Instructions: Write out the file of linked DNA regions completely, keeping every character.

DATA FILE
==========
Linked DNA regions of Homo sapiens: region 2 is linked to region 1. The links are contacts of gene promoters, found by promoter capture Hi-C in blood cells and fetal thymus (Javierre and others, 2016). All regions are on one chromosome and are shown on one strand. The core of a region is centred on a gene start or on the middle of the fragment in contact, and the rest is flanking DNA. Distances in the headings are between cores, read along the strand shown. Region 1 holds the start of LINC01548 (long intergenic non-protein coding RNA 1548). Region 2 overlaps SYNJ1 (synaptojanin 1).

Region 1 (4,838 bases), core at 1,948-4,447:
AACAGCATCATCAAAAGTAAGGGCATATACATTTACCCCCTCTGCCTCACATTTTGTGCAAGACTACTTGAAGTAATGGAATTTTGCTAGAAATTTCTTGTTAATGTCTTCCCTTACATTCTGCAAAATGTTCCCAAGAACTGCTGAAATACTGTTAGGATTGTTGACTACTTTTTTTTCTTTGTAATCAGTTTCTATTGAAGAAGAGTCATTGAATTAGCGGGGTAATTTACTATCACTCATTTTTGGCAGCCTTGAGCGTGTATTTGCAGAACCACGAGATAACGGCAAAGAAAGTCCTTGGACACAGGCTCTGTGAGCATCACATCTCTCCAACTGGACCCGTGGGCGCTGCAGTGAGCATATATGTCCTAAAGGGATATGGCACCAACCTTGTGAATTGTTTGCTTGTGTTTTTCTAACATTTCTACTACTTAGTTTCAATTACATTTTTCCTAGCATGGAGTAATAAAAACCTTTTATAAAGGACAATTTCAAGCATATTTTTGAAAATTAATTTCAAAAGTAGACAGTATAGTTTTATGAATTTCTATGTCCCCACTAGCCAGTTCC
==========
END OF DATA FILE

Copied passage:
Linked DNA regions of Homo sapiens: region 2 is linked to region 1. The links are contacts of gene promoters, found by promoter capture Hi-C in blood cells and fetal thymus (Javierre and others, 2016). All regions are on one chromosome and are shown on one strand. The core of a region is centred on a gene start or on the middle of the fragment in contact, and the rest is flanking DNA. Distances in the headings are between cores, read along the strand shown. Region 1 holds the start of LINC01548 (long intergenic non-protein coding RNA 1548). Region 2 overlaps SYNJ1 (synaptojanin 1).

Region 1 (4,838 bases), core at 1,948-4,447:
AACAGCATCATCAAAAGTAAGGGCATATACATTTACCCCCTCTGCCTCACATTTTGTGCAAGACTACTTGAAGTAATGGAATTTTGCTAGAAATTTCTTGTTAATGTCTTCCCTTACATTCTGCAAAATGTTCCCAAGAACTGCTGAAATACTGTTAGGATTGTTGACTACTTTTTTTTCTTTGTAATCAGTTTCTATTGAAGAAGAGTCATTGAATTAGCGGGGTAATTTACTATCACTCATTTTTGGCAGCCTTGAGCGTGTATTTGCAGAACCACGAGATAACGGCAAAGAAAGTCCTTGGACACAGGCTCTGTGAGCATCACATCTCTCCAACTGGACCCGTGGGCGCTGCAGTGAGCATATATGTCCTAAAGGGATATGGCACCAACCTTGTGAATTGTTTGCTTGTGTTTTTCTAACATTTCTACTACTTAGTTTCAATTACATTTTTCCTAGCATGGAGTAATAAAAACCTTTTATAAAGGACAATTTCAAGCATATTTTTGAAAATTAATTTCAAAAGTAGACAGTATAGTTTTATGAATTTCTATGTCCCCACTAGCCAGTTCC